The Executive Payroll

greedyLes Twentyman is an Australian. He is a youth worker that advocates hard for homeless youth. He knows about charity so when he comments people listen. Twentyman most recently made some disparaging comments about CEOs that work for charities. Many he said are overpaid. Says Twentyman, “.. “Money is being shovelled out the wrong end.” Among other things Twentyman has called on Governments to look at the books of charities and withdraw funding for charities who are paying their CEOs over $150 000 a year.

Twentyman is a controversial figure. He points out that working in a community services organisation is not, “…. a career path for making lots of money.”  Having worked in the community sector for two decades I can testify to that. I can also testify that the workers that do the SERVICE work of the organisation, those that deal with the issues at ground level, are the lowest paid by the proverbial mile. Last year I spoke with a deaf worker that worked in the employment sector finding jobs for Deaf and hard of hearing people. I was shocked that last year was the first time they had earned over   $40 000 a year. The person had been working in the sector for over five years.

More recently a well known charity advertised for a Deputy CEO.  Rumours around the traps, that I can not confirm, are that the deputy CEO salary was in the range of $150 000 per year. If true one wonders what the organisation must be paying the CEO. It’s kind of obscene when workers at the grass roots are still being paid, in some cases, just over $40 000 to do the key work that an organisation was established for in the first place. More offensively it is this work that the organisations promote to get money from the gullible public only for the bulk of it to be paid to overpaid executives.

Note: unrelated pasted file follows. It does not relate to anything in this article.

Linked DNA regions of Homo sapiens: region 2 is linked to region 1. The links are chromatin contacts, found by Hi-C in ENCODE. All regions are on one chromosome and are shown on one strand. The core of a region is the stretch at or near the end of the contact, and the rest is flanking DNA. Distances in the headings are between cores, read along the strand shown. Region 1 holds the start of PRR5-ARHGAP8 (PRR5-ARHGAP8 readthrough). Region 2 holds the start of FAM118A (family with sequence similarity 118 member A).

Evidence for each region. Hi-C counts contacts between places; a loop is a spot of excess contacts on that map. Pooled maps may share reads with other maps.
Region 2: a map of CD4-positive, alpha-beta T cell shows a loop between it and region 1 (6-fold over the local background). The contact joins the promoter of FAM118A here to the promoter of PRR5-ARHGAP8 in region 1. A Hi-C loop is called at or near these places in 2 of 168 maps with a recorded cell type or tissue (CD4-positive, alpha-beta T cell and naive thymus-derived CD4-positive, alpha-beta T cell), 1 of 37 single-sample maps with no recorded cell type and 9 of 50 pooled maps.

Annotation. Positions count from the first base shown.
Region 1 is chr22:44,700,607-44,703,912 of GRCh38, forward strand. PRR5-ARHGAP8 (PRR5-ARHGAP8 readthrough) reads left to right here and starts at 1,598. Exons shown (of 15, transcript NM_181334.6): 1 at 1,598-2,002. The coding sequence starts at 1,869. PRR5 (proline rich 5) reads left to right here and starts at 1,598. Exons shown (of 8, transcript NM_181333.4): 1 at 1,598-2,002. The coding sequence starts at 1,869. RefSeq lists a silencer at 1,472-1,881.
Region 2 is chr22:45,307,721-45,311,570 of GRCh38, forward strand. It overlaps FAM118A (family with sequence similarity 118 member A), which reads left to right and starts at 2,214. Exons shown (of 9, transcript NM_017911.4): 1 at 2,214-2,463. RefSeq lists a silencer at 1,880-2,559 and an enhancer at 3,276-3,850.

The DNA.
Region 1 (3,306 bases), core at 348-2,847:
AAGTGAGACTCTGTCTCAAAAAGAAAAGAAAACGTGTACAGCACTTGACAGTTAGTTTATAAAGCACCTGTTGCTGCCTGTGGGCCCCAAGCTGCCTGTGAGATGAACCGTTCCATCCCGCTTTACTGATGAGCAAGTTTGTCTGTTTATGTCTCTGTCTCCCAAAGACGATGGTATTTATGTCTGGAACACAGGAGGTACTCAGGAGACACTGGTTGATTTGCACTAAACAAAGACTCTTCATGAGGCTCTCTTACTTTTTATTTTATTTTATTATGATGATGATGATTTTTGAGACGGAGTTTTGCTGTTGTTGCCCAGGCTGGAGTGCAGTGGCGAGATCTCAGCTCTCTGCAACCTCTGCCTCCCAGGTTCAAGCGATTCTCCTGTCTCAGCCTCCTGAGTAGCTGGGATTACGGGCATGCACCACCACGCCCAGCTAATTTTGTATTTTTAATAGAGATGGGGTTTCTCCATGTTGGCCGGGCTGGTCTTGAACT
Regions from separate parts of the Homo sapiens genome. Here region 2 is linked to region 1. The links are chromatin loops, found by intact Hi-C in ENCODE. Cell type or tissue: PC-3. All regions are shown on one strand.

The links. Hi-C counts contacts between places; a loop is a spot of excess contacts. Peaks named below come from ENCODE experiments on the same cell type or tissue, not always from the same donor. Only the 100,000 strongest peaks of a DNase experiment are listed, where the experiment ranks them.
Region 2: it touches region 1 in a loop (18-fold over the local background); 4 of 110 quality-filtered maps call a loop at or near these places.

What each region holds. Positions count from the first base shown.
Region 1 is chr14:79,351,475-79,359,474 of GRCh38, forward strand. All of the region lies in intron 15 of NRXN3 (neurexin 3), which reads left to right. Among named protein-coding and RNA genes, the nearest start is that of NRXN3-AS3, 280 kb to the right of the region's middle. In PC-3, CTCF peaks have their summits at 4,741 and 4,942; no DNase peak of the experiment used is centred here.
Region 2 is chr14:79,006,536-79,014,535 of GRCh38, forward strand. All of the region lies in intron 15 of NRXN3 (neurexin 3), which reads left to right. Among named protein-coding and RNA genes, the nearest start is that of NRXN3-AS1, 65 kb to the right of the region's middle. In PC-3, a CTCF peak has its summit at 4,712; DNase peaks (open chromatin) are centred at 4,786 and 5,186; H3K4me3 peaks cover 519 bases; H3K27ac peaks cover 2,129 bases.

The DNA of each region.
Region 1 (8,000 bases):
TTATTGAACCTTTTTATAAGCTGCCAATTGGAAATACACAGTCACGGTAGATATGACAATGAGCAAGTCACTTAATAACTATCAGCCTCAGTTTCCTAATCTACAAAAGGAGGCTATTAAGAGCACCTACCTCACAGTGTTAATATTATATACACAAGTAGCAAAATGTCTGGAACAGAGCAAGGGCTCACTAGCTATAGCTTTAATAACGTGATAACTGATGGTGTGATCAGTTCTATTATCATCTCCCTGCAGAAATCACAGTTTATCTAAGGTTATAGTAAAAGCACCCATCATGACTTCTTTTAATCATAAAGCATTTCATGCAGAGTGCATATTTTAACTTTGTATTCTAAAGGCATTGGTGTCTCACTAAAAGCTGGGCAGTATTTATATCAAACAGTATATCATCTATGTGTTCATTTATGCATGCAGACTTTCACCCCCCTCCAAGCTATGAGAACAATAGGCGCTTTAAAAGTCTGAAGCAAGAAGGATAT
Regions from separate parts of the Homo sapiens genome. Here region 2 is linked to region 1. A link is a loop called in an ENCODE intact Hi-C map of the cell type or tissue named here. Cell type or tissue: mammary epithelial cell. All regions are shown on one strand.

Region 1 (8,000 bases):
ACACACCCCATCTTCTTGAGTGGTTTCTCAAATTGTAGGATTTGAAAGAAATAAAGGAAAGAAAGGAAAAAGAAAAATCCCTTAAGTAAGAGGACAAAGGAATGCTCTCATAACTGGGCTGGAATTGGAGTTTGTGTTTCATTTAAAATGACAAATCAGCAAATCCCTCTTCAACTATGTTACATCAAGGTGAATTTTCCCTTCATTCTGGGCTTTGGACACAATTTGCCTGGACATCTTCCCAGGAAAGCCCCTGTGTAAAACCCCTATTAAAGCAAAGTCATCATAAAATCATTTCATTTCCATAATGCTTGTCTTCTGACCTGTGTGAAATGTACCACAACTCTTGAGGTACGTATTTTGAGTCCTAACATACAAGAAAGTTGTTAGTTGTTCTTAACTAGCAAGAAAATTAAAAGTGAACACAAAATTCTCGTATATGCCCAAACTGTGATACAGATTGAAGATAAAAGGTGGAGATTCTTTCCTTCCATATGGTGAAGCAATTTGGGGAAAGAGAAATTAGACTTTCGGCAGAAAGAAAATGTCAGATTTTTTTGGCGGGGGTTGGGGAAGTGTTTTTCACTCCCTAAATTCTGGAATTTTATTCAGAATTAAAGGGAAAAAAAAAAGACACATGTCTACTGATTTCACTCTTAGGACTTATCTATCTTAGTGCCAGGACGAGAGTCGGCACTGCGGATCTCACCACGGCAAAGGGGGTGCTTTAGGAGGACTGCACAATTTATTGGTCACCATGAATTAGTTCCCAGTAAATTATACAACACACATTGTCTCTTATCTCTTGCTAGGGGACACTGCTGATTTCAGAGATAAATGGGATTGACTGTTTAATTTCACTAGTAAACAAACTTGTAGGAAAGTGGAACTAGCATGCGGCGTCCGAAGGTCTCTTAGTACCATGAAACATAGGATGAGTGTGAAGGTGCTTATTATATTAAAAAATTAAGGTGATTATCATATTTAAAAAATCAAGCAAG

Some years ago I received the newsletter of an organisation. The newsletter, to save money, was printed on scrap paper. I came home from work one day to a rather bemused wife. She asked me if I had read the newsletter to which I replied I had not. She showed it to me and I was horrified to see on the back of one page there was a letter to  a successful applicant for a fundraising position. The newsletter had been printed on scrap paper and some careless worker, probably the CEO, had failed to dispose of this confidential letter. Somehow, I do not know how, this letter became part of the newsletter. Unchecked the newsletter went out to the members. Of course before it went out it should have been vetted, probably by the CEO, to ensure all was above board. But such a high paid worker couldn’t bother themselves with such a mundane task.

So what happened was the organisation members that received the newsletter read about an employment offer to the new fundraising manager. We saw the mans name, his address and also his salary range. The fundraising managers salary was a six figure salary. Again an obscene amount when grassroots workers of an organisation get paid a pittance. It was quite comical to witness the organisation frantically contacting members to ask them to send the newsletter back. Amazingly the CEO refused to accept blame, instead shifting blame to the workers that had assembled the newsletter.